The following are the ACA & NZSTI recommended specifications for concrete bases; though it's worth noting that most suppliers will generally supply their own recommendations, which will follow the below.
- 50mm of compacted sand, scoria or other similar material as a sub-base
- Polythene sheeting between sub-base and concrete is a must
- 100mm thick concrete slightly above outfield soil
- Minimum size 24.9x2.64 meters
- Crossfall of 12mm
- 20MPa concrete
- 668 mesh reinforcing
- Mesh should be curtailed 50mm from the ends and sides
- Expansion concrete poured in two bays with 10mm expansion joint at pitch center
- Steel trowel to finish
- At least three weeks curing time should be allowed before gluing to surface
Dimensions: remember that this will vary depending on whether it is a single pitch for match use, or multiple wickets for practice sessions. The width of a wicket is recommended at 2.64m by the ACA & NZSTI guide (which is the width of the bowling crease), however the Laws of Cricket stipulate that it should be 3.05m wide. This allows for room outside of the return creases.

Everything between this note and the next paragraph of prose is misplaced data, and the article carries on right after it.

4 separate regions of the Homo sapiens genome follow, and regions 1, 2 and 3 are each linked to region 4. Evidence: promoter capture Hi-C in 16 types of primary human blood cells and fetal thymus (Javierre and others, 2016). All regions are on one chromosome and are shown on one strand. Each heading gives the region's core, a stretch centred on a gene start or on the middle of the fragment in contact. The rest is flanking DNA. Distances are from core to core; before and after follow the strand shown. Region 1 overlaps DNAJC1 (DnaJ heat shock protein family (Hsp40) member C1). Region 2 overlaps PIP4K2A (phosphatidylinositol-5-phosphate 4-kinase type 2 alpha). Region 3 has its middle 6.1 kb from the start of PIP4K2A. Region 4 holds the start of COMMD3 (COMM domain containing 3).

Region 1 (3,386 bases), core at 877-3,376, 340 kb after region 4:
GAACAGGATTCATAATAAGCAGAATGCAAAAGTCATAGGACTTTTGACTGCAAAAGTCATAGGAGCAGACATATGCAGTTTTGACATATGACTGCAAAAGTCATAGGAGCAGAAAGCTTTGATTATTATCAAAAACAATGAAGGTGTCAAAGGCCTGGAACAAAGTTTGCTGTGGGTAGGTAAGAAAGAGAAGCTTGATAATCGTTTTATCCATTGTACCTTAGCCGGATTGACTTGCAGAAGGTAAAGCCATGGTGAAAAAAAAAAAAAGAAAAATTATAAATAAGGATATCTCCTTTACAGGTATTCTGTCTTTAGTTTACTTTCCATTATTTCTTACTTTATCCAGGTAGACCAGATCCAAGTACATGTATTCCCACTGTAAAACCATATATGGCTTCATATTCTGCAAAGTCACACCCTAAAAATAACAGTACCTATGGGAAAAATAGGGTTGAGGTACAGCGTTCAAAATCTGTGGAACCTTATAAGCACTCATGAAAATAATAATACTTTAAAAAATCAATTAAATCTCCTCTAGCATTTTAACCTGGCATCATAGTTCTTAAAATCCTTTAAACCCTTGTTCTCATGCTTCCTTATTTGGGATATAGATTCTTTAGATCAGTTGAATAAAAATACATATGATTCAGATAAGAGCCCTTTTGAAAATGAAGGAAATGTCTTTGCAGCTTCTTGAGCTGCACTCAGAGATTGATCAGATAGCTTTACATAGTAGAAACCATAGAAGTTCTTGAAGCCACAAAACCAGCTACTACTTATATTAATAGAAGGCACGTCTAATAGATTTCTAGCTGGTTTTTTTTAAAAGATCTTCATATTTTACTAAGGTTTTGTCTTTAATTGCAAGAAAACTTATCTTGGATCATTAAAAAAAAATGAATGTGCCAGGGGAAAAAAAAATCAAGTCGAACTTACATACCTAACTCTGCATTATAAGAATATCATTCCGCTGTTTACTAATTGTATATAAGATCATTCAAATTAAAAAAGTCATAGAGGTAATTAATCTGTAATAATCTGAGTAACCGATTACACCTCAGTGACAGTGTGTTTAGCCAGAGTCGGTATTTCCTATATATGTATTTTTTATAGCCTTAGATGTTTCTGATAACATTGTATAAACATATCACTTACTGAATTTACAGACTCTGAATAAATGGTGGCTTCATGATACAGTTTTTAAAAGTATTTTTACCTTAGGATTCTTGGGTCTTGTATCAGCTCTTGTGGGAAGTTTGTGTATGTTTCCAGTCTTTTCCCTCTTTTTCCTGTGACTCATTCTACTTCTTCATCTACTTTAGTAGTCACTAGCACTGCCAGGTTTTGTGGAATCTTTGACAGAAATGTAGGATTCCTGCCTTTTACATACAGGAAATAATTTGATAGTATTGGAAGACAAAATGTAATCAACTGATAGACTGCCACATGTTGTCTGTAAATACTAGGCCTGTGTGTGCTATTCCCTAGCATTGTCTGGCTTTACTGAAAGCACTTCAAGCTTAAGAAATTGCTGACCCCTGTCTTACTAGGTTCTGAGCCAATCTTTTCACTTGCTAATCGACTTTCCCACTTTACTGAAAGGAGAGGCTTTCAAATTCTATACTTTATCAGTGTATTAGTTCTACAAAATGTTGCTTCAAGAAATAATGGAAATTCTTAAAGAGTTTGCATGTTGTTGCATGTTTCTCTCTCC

The length of a pitch is 20.12 meters, however this should be extended to at least 24.9m to ensure a reasonable length beyond the bowling crease at each end. If desired, up to 30m is practicable.
For practice nets, the width of each pitch should be at least 3.3m wide to ensure that enough space is provided for netting, steel frame and bowlers. Length can be shorter than a full pitch, as matting can be laid for the bowler's end.
Consideration needs to be given to a location hole for the stumps, assuming the pitch will be used for match play. The centre of the two holes should be 20.12m apart (i.e. the length of a pitch) and should be 120mm in length and 250mm in width.